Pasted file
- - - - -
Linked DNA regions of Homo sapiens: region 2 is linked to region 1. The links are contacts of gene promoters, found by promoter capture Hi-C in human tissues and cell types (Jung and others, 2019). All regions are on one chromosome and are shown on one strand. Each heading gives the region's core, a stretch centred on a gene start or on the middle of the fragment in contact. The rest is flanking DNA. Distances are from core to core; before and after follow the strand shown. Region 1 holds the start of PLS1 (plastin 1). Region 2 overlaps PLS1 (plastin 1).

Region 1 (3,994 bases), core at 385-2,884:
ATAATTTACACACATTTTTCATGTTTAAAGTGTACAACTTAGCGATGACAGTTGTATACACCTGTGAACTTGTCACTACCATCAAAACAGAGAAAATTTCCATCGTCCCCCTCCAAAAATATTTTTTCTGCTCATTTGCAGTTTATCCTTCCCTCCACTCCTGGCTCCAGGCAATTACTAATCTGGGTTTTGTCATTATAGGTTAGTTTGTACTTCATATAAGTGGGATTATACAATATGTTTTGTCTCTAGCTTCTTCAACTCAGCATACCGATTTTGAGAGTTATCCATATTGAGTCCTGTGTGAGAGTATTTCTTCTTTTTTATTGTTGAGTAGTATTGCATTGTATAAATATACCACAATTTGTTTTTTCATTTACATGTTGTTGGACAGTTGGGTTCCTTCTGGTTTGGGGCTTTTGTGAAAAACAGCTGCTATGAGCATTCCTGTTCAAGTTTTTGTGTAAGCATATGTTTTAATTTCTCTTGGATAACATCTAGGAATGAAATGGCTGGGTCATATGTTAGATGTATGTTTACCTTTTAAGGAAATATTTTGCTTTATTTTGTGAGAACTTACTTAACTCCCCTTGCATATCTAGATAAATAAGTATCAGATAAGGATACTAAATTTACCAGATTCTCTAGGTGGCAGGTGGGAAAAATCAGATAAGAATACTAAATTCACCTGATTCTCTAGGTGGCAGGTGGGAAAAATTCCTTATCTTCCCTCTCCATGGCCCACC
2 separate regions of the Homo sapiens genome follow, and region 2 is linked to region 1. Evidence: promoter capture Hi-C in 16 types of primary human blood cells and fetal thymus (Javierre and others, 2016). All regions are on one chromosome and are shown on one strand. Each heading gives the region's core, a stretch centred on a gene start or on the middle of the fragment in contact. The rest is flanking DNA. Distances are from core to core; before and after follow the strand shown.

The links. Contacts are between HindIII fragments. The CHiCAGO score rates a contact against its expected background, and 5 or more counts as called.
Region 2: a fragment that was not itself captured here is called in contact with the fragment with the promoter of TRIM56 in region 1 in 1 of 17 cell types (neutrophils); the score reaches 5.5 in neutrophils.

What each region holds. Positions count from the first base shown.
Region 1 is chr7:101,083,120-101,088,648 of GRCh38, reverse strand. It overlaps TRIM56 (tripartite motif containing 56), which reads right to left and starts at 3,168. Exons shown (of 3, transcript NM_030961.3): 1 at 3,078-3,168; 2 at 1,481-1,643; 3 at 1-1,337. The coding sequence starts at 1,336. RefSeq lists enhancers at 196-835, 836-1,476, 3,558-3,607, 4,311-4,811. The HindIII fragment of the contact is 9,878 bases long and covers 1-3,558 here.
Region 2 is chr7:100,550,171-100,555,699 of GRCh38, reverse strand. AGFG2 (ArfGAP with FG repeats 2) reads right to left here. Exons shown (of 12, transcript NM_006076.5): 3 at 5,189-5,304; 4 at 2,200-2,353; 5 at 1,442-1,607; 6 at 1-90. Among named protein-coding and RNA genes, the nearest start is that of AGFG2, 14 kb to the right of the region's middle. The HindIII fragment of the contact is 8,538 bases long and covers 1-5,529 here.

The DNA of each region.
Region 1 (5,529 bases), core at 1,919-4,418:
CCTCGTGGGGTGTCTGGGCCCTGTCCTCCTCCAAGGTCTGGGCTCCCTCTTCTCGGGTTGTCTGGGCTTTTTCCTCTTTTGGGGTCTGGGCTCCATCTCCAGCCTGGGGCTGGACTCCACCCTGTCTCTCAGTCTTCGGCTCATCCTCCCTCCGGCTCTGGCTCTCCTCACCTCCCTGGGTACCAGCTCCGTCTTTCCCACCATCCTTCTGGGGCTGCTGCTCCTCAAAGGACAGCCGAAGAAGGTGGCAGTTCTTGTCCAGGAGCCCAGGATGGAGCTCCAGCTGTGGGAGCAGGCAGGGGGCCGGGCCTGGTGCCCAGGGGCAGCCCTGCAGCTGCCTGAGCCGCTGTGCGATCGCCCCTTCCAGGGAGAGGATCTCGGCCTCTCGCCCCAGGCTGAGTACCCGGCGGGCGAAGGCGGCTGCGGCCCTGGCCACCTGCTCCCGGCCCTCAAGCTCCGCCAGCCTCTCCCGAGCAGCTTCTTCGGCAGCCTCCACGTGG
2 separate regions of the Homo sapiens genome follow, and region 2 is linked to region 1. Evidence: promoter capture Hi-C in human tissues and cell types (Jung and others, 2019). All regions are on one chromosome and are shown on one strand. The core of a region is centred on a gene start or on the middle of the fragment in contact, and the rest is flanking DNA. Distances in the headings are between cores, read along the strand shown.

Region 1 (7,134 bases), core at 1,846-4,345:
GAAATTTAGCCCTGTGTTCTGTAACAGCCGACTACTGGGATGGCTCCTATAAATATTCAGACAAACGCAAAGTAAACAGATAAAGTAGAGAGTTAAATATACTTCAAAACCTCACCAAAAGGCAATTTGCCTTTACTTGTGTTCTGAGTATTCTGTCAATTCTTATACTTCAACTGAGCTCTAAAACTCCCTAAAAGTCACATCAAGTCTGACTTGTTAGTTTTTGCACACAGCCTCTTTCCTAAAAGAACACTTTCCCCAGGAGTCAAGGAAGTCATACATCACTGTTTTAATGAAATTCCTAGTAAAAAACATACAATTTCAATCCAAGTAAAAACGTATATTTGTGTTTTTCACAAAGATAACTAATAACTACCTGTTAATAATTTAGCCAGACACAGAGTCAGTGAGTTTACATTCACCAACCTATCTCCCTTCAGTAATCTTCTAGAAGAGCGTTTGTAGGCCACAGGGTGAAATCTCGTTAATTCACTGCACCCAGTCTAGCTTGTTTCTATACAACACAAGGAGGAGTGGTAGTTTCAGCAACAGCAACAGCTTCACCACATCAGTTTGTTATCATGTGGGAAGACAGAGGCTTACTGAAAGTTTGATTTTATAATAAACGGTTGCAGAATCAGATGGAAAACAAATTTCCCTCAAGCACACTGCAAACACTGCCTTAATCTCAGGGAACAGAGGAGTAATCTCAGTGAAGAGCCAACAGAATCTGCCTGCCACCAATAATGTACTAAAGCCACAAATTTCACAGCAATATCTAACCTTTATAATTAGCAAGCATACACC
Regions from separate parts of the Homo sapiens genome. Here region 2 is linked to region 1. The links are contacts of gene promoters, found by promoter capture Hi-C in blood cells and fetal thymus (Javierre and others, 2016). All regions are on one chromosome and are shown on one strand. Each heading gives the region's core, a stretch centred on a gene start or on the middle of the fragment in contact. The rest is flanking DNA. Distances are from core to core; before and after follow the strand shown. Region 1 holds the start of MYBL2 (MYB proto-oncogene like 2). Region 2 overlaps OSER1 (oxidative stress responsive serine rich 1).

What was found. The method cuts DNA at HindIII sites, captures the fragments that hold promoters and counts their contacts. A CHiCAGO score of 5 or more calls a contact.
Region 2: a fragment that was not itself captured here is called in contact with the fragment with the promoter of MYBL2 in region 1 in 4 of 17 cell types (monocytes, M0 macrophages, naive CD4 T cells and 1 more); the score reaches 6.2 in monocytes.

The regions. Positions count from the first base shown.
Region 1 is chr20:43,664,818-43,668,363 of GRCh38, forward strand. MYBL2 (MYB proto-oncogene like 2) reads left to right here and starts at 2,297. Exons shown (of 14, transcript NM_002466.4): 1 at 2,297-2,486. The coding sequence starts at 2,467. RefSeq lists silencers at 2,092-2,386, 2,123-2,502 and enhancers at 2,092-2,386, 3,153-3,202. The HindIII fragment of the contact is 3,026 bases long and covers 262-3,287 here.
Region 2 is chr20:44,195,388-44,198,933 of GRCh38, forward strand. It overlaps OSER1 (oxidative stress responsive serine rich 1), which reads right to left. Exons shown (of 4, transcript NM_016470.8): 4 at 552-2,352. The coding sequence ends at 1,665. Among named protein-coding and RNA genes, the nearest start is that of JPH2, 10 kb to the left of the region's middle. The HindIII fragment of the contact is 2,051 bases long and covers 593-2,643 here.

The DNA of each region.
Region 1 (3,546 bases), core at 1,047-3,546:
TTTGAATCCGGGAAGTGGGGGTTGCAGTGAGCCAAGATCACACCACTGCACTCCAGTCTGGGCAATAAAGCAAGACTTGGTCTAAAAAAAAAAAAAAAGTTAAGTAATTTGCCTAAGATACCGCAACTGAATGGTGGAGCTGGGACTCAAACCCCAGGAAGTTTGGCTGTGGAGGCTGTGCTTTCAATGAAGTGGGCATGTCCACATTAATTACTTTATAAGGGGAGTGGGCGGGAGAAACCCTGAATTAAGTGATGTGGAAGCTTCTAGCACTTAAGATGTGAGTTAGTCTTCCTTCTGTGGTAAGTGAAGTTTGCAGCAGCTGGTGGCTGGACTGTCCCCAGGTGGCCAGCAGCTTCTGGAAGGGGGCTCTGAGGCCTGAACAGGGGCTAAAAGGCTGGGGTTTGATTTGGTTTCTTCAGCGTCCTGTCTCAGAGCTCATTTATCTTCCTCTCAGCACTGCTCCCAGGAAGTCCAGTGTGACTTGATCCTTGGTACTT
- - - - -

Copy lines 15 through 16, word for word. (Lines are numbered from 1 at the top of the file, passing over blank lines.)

GAAATTTAGCCCTGTGTTCTGTAACAGCCGACTACTGGGATGGCTCCTATAAATATTCAGACAAACGCAAAGTAAACAGATAAAGTAGAGAGTTAAATATACTTCAAAACCTCACCAAAAGGCAATTTGCCTTTACTTGTGTTCTGAGTATTCTGTCAATTCTTATACTTCAACTGAGCTCTAAAACTCCCTAAAAGTCACATCAAGTCTGACTTGTTAGTTTTTGCACACAGCCTCTTTCCTAAAAGAACACTTTCCCCAGGAGTCAAGGAAGTCATACATCACTGTTTTAATGAAATTCCTAGTAAAAAACATACAATTTCAATCCAAGTAAAAACGTATATTTGTGTTTTTCACAAAGATAACTAATAACTACCTGTTAATAATTTAGCCAGACACAGAGTCAGTGAGTTTACATTCACCAACCTATCTCCCTTCAGTAATCTTCTAGAAGAGCGTTTGTAGGCCACAGGGTGAAATCTCGTTAATTCACTGCACCCAGTCTAGCTTGTTTCTATACAACACAAGGAGGAGTGGTAGTTTCAGCAACAGCAACAGCTTCACCACATCAGTTTGTTATCATGTGGGAAGACAGAGGCTTACTGAAAGTTTGATTTTATAATAAACGGTTGCAGAATCAGATGGAAAACAAATTTCCCTCAAGCACACTGCAAACACTGCCTTAATCTCAGGGAACAGAGGAGTAATCTCAGTGAAGAGCCAACAGAATCTGCCTGCCACCAATAATGTACTAAAGCCACAAATTTCACAGCAATATCTAACCTTTATAATTAGCAAGCATACACC
Regions from separate parts of the Homo sapiens genome. Here region 2 is linked to region 1. The links are contacts of gene promoters, found by promoter capture Hi-C in blood cells and fetal thymus (Javierre and others, 2016). All regions are on one chromosome and are shown on one strand. Each heading gives the region's core, a stretch centred on a gene start or on the middle of the fragment in contact. The rest is flanking DNA. Distances are from core to core; before and after follow the strand shown. Region 1 holds the start of MYBL2 (MYB proto-oncogene like 2). Region 2 overlaps OSER1 (oxidative stress responsive serine rich 1).